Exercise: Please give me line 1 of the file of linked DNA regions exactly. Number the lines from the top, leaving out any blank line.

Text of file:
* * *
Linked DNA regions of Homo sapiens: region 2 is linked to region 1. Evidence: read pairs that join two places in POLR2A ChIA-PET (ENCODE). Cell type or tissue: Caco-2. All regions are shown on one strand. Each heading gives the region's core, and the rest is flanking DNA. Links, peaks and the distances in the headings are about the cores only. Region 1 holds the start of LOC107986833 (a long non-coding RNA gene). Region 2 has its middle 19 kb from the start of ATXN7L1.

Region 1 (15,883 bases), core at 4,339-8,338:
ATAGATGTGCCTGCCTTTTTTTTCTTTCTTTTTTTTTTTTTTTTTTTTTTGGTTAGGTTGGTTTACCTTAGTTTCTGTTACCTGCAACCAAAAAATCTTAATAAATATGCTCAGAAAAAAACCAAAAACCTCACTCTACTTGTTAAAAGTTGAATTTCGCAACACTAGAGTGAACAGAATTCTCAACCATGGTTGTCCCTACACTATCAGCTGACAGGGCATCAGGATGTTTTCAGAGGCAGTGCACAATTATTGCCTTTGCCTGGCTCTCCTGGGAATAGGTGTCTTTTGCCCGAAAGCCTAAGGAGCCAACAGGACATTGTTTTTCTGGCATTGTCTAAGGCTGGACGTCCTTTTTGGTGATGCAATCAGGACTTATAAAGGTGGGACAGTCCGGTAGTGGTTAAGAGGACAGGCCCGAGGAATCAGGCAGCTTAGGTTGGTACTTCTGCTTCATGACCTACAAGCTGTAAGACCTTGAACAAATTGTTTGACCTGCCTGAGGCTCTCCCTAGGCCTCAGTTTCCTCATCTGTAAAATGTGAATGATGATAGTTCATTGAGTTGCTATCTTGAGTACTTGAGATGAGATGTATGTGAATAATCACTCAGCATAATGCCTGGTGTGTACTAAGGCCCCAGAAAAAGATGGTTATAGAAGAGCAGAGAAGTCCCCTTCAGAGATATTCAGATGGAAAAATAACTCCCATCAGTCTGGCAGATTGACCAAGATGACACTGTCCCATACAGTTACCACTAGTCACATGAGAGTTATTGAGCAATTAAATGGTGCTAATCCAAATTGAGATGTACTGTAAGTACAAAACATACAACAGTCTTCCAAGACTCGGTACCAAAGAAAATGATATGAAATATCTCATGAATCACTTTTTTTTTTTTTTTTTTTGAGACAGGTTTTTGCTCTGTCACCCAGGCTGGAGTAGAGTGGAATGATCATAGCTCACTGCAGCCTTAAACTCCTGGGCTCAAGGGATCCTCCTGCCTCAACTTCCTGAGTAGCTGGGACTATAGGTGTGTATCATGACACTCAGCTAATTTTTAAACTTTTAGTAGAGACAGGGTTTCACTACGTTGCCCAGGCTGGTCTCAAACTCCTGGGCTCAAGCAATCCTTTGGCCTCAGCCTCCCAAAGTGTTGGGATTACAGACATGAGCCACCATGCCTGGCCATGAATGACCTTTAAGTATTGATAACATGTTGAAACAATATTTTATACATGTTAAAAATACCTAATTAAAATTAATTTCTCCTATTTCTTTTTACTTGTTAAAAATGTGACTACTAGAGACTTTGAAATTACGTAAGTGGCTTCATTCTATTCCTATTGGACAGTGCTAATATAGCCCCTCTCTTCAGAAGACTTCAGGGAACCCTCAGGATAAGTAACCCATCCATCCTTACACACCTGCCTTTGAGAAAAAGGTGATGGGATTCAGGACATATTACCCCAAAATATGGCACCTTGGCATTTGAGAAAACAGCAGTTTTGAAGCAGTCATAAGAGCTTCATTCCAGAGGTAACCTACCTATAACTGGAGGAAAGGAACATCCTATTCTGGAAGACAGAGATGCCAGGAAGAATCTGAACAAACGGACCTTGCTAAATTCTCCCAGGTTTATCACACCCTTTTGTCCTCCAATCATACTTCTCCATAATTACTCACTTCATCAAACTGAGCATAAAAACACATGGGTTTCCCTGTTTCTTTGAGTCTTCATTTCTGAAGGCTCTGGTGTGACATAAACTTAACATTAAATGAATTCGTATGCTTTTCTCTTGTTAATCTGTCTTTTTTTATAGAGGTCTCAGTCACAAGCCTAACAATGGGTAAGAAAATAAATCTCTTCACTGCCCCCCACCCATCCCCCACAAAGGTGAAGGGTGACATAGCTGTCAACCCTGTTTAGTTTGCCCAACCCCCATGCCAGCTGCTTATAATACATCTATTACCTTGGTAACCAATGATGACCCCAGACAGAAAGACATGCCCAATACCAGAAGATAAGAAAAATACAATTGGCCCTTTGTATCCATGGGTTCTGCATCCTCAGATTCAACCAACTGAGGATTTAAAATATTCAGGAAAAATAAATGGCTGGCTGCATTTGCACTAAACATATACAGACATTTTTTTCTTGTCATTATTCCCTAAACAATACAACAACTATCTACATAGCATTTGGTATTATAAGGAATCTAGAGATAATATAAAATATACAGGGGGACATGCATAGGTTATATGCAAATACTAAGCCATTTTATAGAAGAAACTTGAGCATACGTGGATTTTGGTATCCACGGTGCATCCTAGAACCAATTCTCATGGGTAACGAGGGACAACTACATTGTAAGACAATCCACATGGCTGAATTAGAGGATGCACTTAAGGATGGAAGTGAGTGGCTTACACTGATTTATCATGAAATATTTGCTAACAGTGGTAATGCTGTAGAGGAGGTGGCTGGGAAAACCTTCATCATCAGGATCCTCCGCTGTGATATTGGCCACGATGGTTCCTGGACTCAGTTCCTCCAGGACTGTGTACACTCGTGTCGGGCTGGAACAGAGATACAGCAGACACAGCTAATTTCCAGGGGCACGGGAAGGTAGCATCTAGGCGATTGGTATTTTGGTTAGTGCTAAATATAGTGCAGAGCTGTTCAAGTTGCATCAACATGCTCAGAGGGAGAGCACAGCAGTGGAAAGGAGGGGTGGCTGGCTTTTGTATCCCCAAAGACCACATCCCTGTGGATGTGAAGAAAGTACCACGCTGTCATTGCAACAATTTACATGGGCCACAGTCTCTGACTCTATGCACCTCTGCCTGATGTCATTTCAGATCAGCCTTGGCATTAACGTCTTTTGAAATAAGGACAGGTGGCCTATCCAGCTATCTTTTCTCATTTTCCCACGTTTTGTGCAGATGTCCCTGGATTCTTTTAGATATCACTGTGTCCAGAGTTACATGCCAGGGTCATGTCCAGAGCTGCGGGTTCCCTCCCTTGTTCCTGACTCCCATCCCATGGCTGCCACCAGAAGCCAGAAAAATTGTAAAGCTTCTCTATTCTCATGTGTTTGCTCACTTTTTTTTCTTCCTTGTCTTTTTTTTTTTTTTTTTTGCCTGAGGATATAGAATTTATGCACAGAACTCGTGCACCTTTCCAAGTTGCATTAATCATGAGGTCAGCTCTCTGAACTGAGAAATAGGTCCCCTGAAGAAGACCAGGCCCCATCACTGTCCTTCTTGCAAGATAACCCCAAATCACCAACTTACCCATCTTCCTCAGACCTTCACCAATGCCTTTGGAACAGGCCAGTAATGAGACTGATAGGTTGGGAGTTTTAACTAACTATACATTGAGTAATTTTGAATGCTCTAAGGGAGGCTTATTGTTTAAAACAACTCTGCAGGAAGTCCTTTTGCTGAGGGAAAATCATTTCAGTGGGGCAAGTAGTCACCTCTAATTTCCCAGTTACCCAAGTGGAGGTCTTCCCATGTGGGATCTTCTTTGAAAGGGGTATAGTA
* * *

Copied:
Linked DNA regions of Homo sapiens: region 2 is linked to region 1. Evidence: read pairs that join two places in POLR2A ChIA-PET (ENCODE). Cell type or tissue: Caco-2. All regions are shown on one strand. Each heading gives the region's core, and the rest is flanking DNA. Links, peaks and the distances in the headings are about the cores only. Region 1 holds the start of LOC107986833 (a long non-coding RNA gene). Region 2 has its middle 19 kb from the start of ATXN7L1.